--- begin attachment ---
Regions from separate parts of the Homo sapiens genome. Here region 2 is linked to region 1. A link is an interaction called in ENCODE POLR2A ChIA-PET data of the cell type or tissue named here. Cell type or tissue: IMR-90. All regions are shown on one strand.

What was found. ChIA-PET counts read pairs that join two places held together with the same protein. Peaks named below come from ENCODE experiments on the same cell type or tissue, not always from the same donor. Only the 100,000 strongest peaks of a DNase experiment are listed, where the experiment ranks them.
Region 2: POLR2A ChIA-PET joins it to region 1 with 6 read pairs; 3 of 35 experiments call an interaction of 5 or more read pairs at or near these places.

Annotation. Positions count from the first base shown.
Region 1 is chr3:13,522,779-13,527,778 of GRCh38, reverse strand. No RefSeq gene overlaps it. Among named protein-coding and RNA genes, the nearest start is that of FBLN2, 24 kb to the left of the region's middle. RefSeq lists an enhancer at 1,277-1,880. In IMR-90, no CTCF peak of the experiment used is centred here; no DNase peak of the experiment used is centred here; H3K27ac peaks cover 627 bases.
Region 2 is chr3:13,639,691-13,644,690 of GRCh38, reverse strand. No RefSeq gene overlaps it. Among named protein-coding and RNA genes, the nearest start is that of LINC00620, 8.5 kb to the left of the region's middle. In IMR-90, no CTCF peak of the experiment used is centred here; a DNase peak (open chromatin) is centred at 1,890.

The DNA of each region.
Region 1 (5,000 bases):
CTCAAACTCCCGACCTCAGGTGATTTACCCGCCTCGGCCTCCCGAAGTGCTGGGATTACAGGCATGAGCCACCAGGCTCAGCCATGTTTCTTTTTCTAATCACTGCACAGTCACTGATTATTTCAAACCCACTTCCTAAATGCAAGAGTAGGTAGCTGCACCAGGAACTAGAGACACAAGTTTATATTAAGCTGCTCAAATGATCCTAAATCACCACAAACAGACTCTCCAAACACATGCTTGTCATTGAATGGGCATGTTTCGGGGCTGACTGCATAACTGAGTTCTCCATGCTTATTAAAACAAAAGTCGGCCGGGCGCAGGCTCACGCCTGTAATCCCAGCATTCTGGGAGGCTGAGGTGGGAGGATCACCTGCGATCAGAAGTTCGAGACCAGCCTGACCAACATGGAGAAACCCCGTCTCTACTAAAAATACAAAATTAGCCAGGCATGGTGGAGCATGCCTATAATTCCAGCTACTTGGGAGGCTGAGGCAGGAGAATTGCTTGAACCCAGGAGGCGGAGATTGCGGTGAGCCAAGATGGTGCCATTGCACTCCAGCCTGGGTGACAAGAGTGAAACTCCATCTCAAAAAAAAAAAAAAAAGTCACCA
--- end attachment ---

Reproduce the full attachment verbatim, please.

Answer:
Regions from separate parts of the Homo sapiens genome. Here region 2 is linked to region 1. A link is an interaction called in ENCODE POLR2A ChIA-PET data of the cell type or tissue named here. Cell type or tissue: IMR-90. All regions are shown on one strand.

What was found. ChIA-PET counts read pairs that join two places held together with the same protein. Peaks named below come from ENCODE experiments on the same cell type or tissue, not always from the same donor. Only the 100,000 strongest peaks of a DNase experiment are listed, where the experiment ranks them.
Region 2: POLR2A ChIA-PET joins it to region 1 with 6 read pairs; 3 of 35 experiments call an interaction of 5 or more read pairs at or near these places.

Annotation. Positions count from the first base shown.
Region 1 is chr3:13,522,779-13,527,778 of GRCh38, reverse strand. No RefSeq gene overlaps it. Among named protein-coding and RNA genes, the nearest start is that of FBLN2, 24 kb to the left of the region's middle. RefSeq lists an enhancer at 1,277-1,880. In IMR-90, no CTCF peak of the experiment used is centred here; no DNase peak of the experiment used is centred here; H3K27ac peaks cover 627 bases.
Region 2 is chr3:13,639,691-13,644,690 of GRCh38, reverse strand. No RefSeq gene overlaps it. Among named protein-coding and RNA genes, the nearest start is that of LINC00620, 8.5 kb to the left of the region's middle. In IMR-90, no CTCF peak of the experiment used is centred here; a DNase peak (open chromatin) is centred at 1,890.

The DNA of each region.
Region 1 (5,000 bases):
CTCAAACTCCCGACCTCAGGTGATTTACCCGCCTCGGCCTCCCGAAGTGCTGGGATTACAGGCATGAGCCACCAGGCTCAGCCATGTTTCTTTTTCTAATCACTGCACAGTCACTGATTATTTCAAACCCACTTCCTAAATGCAAGAGTAGGTAGCTGCACCAGGAACTAGAGACACAAGTTTATATTAAGCTGCTCAAATGATCCTAAATCACCACAAACAGACTCTCCAAACACATGCTTGTCATTGAATGGGCATGTTTCGGGGCTGACTGCATAACTGAGTTCTCCATGCTTATTAAAACAAAAGTCGGCCGGGCGCAGGCTCACGCCTGTAATCCCAGCATTCTGGGAGGCTGAGGTGGGAGGATCACCTGCGATCAGAAGTTCGAGACCAGCCTGACCAACATGGAGAAACCCCGTCTCTACTAAAAATACAAAATTAGCCAGGCATGGTGGAGCATGCCTATAATTCCAGCTACTTGGGAGGCTGAGGCAGGAGAATTGCTTGAACCCAGGAGGCGGAGATTGCGGTGAGCCAAGATGGTGCCATTGCACTCCAGCCTGGGTGACAAGAGTGAAACTCCATCTCAAAAAAAAAAAAAAAAGTCACCA